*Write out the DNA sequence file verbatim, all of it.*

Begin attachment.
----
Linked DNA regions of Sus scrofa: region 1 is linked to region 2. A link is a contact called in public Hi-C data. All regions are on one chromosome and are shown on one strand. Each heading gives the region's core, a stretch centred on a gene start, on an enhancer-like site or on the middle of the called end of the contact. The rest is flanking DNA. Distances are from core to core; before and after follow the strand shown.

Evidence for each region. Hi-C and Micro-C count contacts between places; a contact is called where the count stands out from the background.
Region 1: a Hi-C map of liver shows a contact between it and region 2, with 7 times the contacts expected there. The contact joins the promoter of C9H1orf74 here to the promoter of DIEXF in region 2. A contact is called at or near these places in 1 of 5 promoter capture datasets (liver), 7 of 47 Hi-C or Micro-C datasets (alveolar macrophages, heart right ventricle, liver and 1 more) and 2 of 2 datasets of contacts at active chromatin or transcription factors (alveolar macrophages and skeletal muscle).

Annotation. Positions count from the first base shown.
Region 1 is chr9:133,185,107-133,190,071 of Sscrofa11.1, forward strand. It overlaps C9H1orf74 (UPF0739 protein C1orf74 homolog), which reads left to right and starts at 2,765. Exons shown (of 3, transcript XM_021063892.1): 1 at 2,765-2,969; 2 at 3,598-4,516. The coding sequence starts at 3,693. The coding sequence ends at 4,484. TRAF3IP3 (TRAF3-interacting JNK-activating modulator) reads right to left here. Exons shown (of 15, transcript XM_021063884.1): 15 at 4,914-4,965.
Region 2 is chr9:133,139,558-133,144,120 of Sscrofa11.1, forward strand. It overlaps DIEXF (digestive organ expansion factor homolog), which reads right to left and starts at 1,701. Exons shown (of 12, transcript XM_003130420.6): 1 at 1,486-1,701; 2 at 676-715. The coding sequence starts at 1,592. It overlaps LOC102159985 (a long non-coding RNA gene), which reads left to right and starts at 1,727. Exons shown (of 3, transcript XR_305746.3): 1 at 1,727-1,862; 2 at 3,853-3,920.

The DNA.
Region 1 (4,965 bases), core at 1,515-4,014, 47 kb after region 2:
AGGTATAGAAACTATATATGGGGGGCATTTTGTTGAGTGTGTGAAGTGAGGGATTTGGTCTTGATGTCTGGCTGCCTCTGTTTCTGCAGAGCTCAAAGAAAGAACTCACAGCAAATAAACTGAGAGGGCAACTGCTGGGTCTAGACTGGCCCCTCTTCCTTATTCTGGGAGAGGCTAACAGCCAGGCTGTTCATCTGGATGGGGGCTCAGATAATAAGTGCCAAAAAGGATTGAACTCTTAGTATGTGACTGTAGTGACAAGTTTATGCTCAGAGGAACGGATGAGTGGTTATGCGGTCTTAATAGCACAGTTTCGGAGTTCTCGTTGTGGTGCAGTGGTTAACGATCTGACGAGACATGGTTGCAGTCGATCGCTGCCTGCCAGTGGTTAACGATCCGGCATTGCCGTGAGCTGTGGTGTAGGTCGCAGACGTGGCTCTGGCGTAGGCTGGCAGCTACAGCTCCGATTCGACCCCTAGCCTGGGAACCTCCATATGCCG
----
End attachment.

Linked DNA regions of Sus scrofa: region 1 is linked to region 2. A link is a contact called in public Hi-C data. All regions are on one chromosome and are shown on one strand. Each heading gives the region's core, a stretch centred on a gene start, on an enhancer-like site or on the middle of the called end of the contact. The rest is flanking DNA. Distances are from core to core; before and after follow the strand shown.

Evidence for each region. Hi-C and Micro-C count contacts between places; a contact is called where the count stands out from the background.
Region 1: a Hi-C map of liver shows a contact between it and region 2, with 7 times the contacts expected there. The contact joins the promoter of C9H1orf74 here to the promoter of DIEXF in region 2. A contact is called at or near these places in 1 of 5 promoter capture datasets (liver), 7 of 47 Hi-C or Micro-C datasets (alveolar macrophages, heart right ventricle, liver and 1 more) and 2 of 2 datasets of contacts at active chromatin or transcription factors (alveolar macrophages and skeletal muscle).

Annotation. Positions count from the first base shown.
Region 1 is chr9:133,185,107-133,190,071 of Sscrofa11.1, forward strand. It overlaps C9H1orf74 (UPF0739 protein C1orf74 homolog), which reads left to right and starts at 2,765. Exons shown (of 3, transcript XM_021063892.1): 1 at 2,765-2,969; 2 at 3,598-4,516. The coding sequence starts at 3,693. The coding sequence ends at 4,484. TRAF3IP3 (TRAF3-interacting JNK-activating modulator) reads right to left here. Exons shown (of 15, transcript XM_021063884.1): 15 at 4,914-4,965.
Region 2 is chr9:133,139,558-133,144,120 of Sscrofa11.1, forward strand. It overlaps DIEXF (digestive organ expansion factor homolog), which reads right to left and starts at 1,701. Exons shown (of 12, transcript XM_003130420.6): 1 at 1,486-1,701; 2 at 676-715. The coding sequence starts at 1,592. It overlaps LOC102159985 (a long non-coding RNA gene), which reads left to right and starts at 1,727. Exons shown (of 3, transcript XR_305746.3): 1 at 1,727-1,862; 2 at 3,853-3,920.

The DNA.
Region 1 (4,965 bases), core at 1,515-4,014, 47 kb after region 2:
AGGTATAGAAACTATATATGGGGGGCATTTTGTTGAGTGTGTGAAGTGAGGGATTTGGTCTTGATGTCTGGCTGCCTCTGTTTCTGCAGAGCTCAAAGAAAGAACTCACAGCAAATAAACTGAGAGGGCAACTGCTGGGTCTAGACTGGCCCCTCTTCCTTATTCTGGGAGAGGCTAACAGCCAGGCTGTTCATCTGGATGGGGGCTCAGATAATAAGTGCCAAAAAGGATTGAACTCTTAGTATGTGACTGTAGTGACAAGTTTATGCTCAGAGGAACGGATGAGTGGTTATGCGGTCTTAATAGCACAGTTTCGGAGTTCTCGTTGTGGTGCAGTGGTTAACGATCTGACGAGACATGGTTGCAGTCGATCGCTGCCTGCCAGTGGTTAACGATCCGGCATTGCCGTGAGCTGTGGTGTAGGTCGCAGACGTGGCTCTGGCGTAGGCTGGCAGCTACAGCTCCGATTCGACCCCTAGCCTGGGAACCTCCATATGCCG